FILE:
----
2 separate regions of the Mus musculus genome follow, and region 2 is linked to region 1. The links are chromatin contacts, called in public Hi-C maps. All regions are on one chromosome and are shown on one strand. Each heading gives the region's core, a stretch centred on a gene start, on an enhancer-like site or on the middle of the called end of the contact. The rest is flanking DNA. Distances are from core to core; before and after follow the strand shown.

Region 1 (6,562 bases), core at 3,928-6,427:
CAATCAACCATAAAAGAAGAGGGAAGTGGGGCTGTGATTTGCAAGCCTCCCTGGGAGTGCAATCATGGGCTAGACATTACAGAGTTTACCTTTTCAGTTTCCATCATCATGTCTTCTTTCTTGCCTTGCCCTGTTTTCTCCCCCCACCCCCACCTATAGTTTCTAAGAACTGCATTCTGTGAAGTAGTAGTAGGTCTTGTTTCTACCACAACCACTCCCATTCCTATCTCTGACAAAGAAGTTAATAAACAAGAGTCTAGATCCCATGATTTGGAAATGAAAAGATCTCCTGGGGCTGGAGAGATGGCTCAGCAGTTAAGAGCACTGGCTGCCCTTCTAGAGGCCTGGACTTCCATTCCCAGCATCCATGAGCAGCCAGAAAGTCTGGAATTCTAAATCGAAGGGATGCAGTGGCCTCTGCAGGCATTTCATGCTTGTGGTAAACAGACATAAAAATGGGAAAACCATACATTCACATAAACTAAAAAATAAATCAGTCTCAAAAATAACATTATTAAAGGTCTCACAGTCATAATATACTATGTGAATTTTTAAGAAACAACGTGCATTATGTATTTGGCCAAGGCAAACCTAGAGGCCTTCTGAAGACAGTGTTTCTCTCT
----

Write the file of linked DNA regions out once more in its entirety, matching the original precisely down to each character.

2 separate regions of the Mus musculus genome follow, and region 2 is linked to region 1. The links are chromatin contacts, called in public Hi-C maps. All regions are on one chromosome and are shown on one strand. Each heading gives the region's core, a stretch centred on a gene start, on an enhancer-like site or on the middle of the called end of the contact. The rest is flanking DNA. Distances are from core to core; before and after follow the strand shown.

Region 1 (6,562 bases), core at 3,928-6,427:
CAATCAACCATAAAAGAAGAGGGAAGTGGGGCTGTGATTTGCAAGCCTCCCTGGGAGTGCAATCATGGGCTAGACATTACAGAGTTTACCTTTTCAGTTTCCATCATCATGTCTTCTTTCTTGCCTTGCCCTGTTTTCTCCCCCCACCCCCACCTATAGTTTCTAAGAACTGCATTCTGTGAAGTAGTAGTAGGTCTTGTTTCTACCACAACCACTCCCATTCCTATCTCTGACAAAGAAGTTAATAAACAAGAGTCTAGATCCCATGATTTGGAAATGAAAAGATCTCCTGGGGCTGGAGAGATGGCTCAGCAGTTAAGAGCACTGGCTGCCCTTCTAGAGGCCTGGACTTCCATTCCCAGCATCCATGAGCAGCCAGAAAGTCTGGAATTCTAAATCGAAGGGATGCAGTGGCCTCTGCAGGCATTTCATGCTTGTGGTAAACAGACATAAAAATGGGAAAACCATACATTCACATAAACTAAAAAATAAATCAGTCTCAAAAATAACATTATTAAAGGTCTCACAGTCATAATATACTATGTGAATTTTTAAGAAACAACGTGCATTATGTATTTGGCCAAGGCAAACCTAGAGGCCTTCTGAAGACAGTGTTTCTCTCT